OK. First, let’s be clear: the BNP is fascist with a small “f”. The use of the capital “F” is used to refer to the Italian Fascist Party of the 1930’s

    Why is the BNP a fascist party? Well, the long disjointed text quoted by Silly Kuffar is arguably inaccurate in many respects, and it’s clear that the authors quoted cannot even agree.
    But let’s take what the three authors can at least agree on as a baseline:
    All three agree that statism, nationalism, unity, authoritarianism, and vigour are essential elements of fascism. How does the BNP match up against these criteria?

    It is clear even from the public version of their manifesto that the BNP seek to concentrate economic and political power in the State. For example, re-nationalization of utilities, centralization of education funding, imposition of import taxes across the board, and many others.

    To quote directly from the BNP manifesto: “Only Nationalism can deliver a successful economy and a prosperous people.” Need I say more?

    At the core of the BNP’s stated policies is the forcible repatriation of anybody deemed (for a variety of reasons) not to be sufficiently British. Blame for many of the apparent ills that the BNP claim beset the country is put both directly and indirectly on immigrants. There are frequent references to returning to “traditional British values”, and ditching multiculturalism. They state that benefits and housing will only be made available to British Citizens.

    The BNP want to introduce harsher prison conditions, and the reintroduction of a mandatory death penalty for a range of crimes. They want all school leavers to do compulsory national service or community service. They want to increase the size of the Armed Forces. They want to reduce locallly raised funding by moving collection of, and decisions on, taxation from local councils to central government.

    Vigour: I’m sure the BNP themselves would not say they lack this.

    An alternative, dictionary definition of fascism is: “any doctrine, system or practice, regarded as authoritarian, militaristic, or extremely right wing.” Does this definition fit the BNP? I think the facts above, taken from BNP sources, indicate that the answer is clearly yes.

    So, Silly Kuffar, these are some answers to your questions – I could produce many more. It will be instructive to see how you react. If you go off on another rant, then we’ll know you really don’t care about rational debate, and we need not waste our time any more with you. And please understand that it’s not relevant to your question whether what the BNP stands for is a good thing or a bad thing. I am just stating facts, taken from BNP documents, in order to answer your question.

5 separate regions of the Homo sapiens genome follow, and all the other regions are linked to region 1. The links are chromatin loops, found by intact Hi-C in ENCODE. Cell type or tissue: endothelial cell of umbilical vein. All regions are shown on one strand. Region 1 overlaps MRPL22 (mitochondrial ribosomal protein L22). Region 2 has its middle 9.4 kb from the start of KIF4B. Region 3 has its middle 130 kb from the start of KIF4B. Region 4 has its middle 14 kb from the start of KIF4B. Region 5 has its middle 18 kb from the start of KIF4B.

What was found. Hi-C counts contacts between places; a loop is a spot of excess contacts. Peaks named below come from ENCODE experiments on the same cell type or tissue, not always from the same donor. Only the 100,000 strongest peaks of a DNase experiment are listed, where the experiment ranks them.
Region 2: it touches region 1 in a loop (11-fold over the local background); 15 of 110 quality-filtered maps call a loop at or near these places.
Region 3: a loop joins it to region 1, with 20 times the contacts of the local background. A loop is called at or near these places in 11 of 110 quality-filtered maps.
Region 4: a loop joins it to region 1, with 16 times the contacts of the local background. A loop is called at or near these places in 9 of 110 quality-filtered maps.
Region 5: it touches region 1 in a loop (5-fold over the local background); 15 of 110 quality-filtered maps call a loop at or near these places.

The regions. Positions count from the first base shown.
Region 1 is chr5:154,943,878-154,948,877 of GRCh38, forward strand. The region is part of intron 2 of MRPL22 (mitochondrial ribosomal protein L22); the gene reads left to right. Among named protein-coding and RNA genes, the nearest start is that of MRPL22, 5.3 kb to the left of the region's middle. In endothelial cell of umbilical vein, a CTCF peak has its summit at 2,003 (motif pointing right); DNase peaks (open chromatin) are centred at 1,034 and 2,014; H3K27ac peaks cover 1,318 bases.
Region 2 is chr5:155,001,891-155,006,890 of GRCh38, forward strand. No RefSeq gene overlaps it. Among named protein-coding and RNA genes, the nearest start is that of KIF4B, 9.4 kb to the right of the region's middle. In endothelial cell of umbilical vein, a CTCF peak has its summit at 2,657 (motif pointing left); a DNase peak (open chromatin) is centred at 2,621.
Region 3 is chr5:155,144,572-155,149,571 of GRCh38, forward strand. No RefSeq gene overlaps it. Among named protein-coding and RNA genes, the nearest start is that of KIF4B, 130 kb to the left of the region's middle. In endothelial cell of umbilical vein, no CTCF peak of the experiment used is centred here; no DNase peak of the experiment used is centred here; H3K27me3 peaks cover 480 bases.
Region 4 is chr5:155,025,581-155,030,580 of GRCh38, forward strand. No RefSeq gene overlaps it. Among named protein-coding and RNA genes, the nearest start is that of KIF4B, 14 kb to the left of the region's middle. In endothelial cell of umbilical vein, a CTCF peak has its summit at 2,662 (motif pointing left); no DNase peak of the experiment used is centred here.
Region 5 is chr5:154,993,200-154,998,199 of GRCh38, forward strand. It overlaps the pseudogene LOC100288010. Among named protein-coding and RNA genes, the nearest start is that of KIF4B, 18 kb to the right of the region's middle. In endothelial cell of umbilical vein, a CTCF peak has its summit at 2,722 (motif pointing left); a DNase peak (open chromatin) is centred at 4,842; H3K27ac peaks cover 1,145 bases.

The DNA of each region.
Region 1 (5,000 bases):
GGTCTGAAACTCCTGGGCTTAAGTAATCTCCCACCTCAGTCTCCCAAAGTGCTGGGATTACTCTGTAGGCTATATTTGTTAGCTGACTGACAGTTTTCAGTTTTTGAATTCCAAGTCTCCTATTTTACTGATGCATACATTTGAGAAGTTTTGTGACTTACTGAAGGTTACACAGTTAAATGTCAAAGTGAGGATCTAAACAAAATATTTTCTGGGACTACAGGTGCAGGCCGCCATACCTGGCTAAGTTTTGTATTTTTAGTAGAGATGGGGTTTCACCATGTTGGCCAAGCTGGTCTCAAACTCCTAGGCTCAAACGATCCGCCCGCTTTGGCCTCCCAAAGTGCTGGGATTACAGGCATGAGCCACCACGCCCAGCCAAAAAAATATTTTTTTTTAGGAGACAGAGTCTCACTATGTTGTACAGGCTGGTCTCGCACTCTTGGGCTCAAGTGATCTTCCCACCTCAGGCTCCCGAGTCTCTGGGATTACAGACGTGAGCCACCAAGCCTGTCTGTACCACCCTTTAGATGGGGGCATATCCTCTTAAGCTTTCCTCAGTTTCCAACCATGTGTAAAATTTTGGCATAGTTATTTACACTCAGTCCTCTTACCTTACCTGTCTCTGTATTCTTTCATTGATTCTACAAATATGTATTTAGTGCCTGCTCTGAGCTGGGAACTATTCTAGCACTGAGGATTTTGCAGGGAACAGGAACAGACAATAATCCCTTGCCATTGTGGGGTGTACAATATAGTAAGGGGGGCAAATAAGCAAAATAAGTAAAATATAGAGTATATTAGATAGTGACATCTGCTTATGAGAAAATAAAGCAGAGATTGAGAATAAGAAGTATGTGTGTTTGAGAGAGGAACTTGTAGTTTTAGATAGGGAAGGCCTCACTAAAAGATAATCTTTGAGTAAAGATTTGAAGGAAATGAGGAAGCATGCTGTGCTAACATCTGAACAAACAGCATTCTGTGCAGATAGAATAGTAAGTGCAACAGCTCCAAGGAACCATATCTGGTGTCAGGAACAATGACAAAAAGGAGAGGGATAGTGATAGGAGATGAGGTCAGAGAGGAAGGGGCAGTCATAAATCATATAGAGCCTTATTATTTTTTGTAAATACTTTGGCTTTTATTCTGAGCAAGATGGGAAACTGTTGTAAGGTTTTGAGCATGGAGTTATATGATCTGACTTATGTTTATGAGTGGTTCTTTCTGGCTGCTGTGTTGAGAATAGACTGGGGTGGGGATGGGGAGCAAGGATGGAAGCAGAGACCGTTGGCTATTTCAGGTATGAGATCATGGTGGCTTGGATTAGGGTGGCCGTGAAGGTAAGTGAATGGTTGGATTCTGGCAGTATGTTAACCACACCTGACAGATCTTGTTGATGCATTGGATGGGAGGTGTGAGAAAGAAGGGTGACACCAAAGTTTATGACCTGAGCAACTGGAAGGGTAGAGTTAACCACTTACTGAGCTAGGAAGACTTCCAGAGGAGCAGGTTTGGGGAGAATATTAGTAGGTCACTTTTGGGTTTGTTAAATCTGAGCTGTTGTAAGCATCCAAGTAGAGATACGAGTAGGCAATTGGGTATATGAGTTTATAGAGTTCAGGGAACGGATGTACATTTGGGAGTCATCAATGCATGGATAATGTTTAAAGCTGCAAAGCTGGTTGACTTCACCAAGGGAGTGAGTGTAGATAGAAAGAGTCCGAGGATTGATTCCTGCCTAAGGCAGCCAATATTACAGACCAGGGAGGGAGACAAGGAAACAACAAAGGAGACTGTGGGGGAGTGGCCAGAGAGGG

47. Silly Kuffar Says:

    who are Combat 17 ?
    Methinks unchristian truths are being told.
    whover combat whatever is it has NO RELATION to the BNP.
    Also I take it from you that you are NOT an INDIGENOUS BRIT ?
    Therefore you views are INVALID, just like my views on how africa should be run are invalid.

    So be a TRUE CHRISTIAN anddon’t tell lies, it’s a DEADLY SIN, but of course you know that being a CHRISTIAN.

  48. Silly Kuffar Says:


    You fell at the first hurdle.
    0/10 for effort

  49. Caral Says:

    Silly Kuffar said…

    who are Combat 17 ?
    Methinks unchristian truths are being told.
    whover combat whatever is it has NO RELATION to the BNP.
    Also I take it from you that you are NOT an INDIGENOUS BRIT ? Therefore you views are INVALID.

    So you show your colours, a facist and a racist. Just like your party.

    Thank you for a timely reminder.

  50. Jim Says:

    I gave you another chance Silly Kuffar. You had given me every reason to doubt your sincerity, and yet I gave you the benefit of the doubt and took the time to answer your question.
    You clearly have zero interest in constructive argument. Instead you resort to pathetic and irrelevant allegations and taunts.
    Yet you still appear to think you have the right to tell others how to be Christian!
    You need help my friend. Seriously.

  51. Goy Says:

    To give a true defintinon of the word fascist you would have to go deep into Italian history and the Italian psychology, the attachment of the word fascist outside those dimensions is almost meaningless and to deploy an opposing tactic based on political meaninglessness and slander will only accelerate the descent into the theo-political nightmare.